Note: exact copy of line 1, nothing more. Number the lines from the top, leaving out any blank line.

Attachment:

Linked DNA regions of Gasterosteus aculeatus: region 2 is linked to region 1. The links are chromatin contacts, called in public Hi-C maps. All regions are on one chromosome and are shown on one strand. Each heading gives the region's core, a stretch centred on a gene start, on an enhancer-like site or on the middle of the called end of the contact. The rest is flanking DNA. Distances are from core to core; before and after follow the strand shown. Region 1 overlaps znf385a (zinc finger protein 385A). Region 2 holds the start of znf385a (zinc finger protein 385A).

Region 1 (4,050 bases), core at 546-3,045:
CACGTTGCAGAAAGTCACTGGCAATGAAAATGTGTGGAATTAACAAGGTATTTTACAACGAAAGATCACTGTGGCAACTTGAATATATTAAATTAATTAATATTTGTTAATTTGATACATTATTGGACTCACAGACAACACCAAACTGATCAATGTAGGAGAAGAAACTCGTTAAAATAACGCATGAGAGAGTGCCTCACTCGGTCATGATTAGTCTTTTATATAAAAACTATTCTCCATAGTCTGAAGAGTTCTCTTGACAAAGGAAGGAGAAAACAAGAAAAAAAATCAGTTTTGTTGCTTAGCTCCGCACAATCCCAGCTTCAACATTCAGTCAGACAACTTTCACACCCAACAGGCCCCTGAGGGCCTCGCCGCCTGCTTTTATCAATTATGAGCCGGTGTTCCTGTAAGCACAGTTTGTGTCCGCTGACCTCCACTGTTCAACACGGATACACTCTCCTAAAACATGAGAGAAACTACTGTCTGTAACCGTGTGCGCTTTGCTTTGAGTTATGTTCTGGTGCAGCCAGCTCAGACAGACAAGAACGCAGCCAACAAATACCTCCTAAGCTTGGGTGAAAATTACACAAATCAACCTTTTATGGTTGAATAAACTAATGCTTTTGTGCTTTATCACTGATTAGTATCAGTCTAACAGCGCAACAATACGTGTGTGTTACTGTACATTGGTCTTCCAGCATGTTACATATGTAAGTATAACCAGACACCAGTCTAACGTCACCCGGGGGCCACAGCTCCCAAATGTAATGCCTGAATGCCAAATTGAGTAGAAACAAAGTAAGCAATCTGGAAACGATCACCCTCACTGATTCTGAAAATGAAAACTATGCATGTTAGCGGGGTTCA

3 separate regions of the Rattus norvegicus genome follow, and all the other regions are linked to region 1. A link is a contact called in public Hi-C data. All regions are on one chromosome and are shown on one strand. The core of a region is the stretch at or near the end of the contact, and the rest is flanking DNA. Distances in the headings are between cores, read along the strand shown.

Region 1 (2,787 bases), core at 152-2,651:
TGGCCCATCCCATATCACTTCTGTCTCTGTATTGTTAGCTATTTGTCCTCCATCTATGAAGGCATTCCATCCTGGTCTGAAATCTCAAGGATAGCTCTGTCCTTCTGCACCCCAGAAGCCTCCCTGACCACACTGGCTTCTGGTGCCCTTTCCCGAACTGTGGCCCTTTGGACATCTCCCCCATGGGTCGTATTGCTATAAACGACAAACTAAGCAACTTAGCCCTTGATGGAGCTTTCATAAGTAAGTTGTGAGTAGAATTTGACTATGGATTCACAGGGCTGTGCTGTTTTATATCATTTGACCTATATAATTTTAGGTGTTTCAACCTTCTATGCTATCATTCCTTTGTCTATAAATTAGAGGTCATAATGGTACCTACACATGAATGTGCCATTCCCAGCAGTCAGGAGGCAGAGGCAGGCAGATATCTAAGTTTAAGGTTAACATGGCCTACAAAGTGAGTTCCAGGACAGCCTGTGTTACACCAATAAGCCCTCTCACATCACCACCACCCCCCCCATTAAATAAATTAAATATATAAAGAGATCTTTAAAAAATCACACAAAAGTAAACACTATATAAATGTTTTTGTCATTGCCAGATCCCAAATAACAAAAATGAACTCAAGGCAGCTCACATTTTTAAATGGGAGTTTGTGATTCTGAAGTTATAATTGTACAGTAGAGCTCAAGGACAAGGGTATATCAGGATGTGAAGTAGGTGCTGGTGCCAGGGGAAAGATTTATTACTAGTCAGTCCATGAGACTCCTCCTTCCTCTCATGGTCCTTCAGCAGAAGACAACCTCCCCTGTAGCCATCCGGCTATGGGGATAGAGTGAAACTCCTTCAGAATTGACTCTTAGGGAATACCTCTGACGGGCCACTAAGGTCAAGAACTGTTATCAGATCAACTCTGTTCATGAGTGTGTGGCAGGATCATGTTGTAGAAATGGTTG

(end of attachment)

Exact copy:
Linked DNA regions of Gasterosteus aculeatus: region 2 is linked to region 1. The links are chromatin contacts, called in public Hi-C maps. All regions are on one chromosome and are shown on one strand. Each heading gives the region's core, a stretch centred on a gene start, on an enhancer-like site or on the middle of the called end of the contact. The rest is flanking DNA. Distances are from core to core; before and after follow the strand shown. Region 1 overlaps znf385a (zinc finger protein 385A). Region 2 holds the start of znf385a (zinc finger protein 385A).